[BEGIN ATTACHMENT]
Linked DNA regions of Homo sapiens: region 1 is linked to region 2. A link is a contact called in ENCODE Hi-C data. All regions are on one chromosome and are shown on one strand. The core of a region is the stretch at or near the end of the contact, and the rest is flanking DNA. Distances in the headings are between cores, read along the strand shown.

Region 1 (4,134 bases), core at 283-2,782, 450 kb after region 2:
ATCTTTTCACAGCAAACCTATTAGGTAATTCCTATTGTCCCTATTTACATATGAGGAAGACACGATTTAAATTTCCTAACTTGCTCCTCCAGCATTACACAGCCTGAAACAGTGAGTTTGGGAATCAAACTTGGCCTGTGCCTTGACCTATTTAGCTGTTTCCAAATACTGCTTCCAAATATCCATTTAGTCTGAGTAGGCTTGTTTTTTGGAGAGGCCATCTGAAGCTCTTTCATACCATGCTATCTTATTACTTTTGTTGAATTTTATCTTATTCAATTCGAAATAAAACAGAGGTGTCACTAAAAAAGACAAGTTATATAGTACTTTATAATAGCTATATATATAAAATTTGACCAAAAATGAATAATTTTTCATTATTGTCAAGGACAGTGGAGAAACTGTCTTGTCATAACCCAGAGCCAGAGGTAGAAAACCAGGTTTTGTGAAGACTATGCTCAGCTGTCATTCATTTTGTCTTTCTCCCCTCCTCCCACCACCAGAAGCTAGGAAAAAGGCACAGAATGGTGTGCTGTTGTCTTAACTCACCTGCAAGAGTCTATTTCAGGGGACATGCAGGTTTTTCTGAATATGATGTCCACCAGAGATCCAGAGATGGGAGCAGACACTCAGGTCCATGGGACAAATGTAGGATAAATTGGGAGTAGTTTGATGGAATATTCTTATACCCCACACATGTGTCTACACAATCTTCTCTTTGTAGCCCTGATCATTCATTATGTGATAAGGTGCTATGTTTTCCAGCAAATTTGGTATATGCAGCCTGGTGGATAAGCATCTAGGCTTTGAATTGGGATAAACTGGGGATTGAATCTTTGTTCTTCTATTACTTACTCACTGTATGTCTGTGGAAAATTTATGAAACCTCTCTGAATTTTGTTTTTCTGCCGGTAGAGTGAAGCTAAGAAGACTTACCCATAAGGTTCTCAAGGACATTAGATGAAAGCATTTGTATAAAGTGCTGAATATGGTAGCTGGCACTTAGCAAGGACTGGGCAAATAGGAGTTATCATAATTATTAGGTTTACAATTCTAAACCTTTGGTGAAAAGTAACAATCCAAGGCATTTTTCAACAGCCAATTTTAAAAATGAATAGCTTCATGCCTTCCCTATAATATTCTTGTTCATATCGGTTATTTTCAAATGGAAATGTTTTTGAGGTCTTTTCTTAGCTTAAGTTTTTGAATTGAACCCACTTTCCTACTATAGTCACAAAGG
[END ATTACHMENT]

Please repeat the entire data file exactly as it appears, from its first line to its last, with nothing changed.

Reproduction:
Linked DNA regions of Homo sapiens: region 1 is linked to region 2. A link is a contact called in ENCODE Hi-C data. All regions are on one chromosome and are shown on one strand. The core of a region is the stretch at or near the end of the contact, and the rest is flanking DNA. Distances in the headings are between cores, read along the strand shown.

Region 1 (4,134 bases), core at 283-2,782, 450 kb after region 2:
ATCTTTTCACAGCAAACCTATTAGGTAATTCCTATTGTCCCTATTTACATATGAGGAAGACACGATTTAAATTTCCTAACTTGCTCCTCCAGCATTACACAGCCTGAAACAGTGAGTTTGGGAATCAAACTTGGCCTGTGCCTTGACCTATTTAGCTGTTTCCAAATACTGCTTCCAAATATCCATTTAGTCTGAGTAGGCTTGTTTTTTGGAGAGGCCATCTGAAGCTCTTTCATACCATGCTATCTTATTACTTTTGTTGAATTTTATCTTATTCAATTCGAAATAAAACAGAGGTGTCACTAAAAAAGACAAGTTATATAGTACTTTATAATAGCTATATATATAAAATTTGACCAAAAATGAATAATTTTTCATTATTGTCAAGGACAGTGGAGAAACTGTCTTGTCATAACCCAGAGCCAGAGGTAGAAAACCAGGTTTTGTGAAGACTATGCTCAGCTGTCATTCATTTTGTCTTTCTCCCCTCCTCCCACCACCAGAAGCTAGGAAAAAGGCACAGAATGGTGTGCTGTTGTCTTAACTCACCTGCAAGAGTCTATTTCAGGGGACATGCAGGTTTTTCTGAATATGATGTCCACCAGAGATCCAGAGATGGGAGCAGACACTCAGGTCCATGGGACAAATGTAGGATAAATTGGGAGTAGTTTGATGGAATATTCTTATACCCCACACATGTGTCTACACAATCTTCTCTTTGTAGCCCTGATCATTCATTATGTGATAAGGTGCTATGTTTTCCAGCAAATTTGGTATATGCAGCCTGGTGGATAAGCATCTAGGCTTTGAATTGGGATAAACTGGGGATTGAATCTTTGTTCTTCTATTACTTACTCACTGTATGTCTGTGGAAAATTTATGAAACCTCTCTGAATTTTGTTTTTCTGCCGGTAGAGTGAAGCTAAGAAGACTTACCCATAAGGTTCTCAAGGACATTAGATGAAAGCATTTGTATAAAGTGCTGAATATGGTAGCTGGCACTTAGCAAGGACTGGGCAAATAGGAGTTATCATAATTATTAGGTTTACAATTCTAAACCTTTGGTGAAAAGTAACAATCCAAGGCATTTTTCAACAGCCAATTTTAAAAATGAATAGCTTCATGCCTTCCCTATAATATTCTTGTTCATATCGGTTATTTTCAAATGGAAATGTTTTTGAGGTCTTTTCTTAGCTTAAGTTTTTGAATTGAACCCACTTTCCTACTATAGTCACAAAGG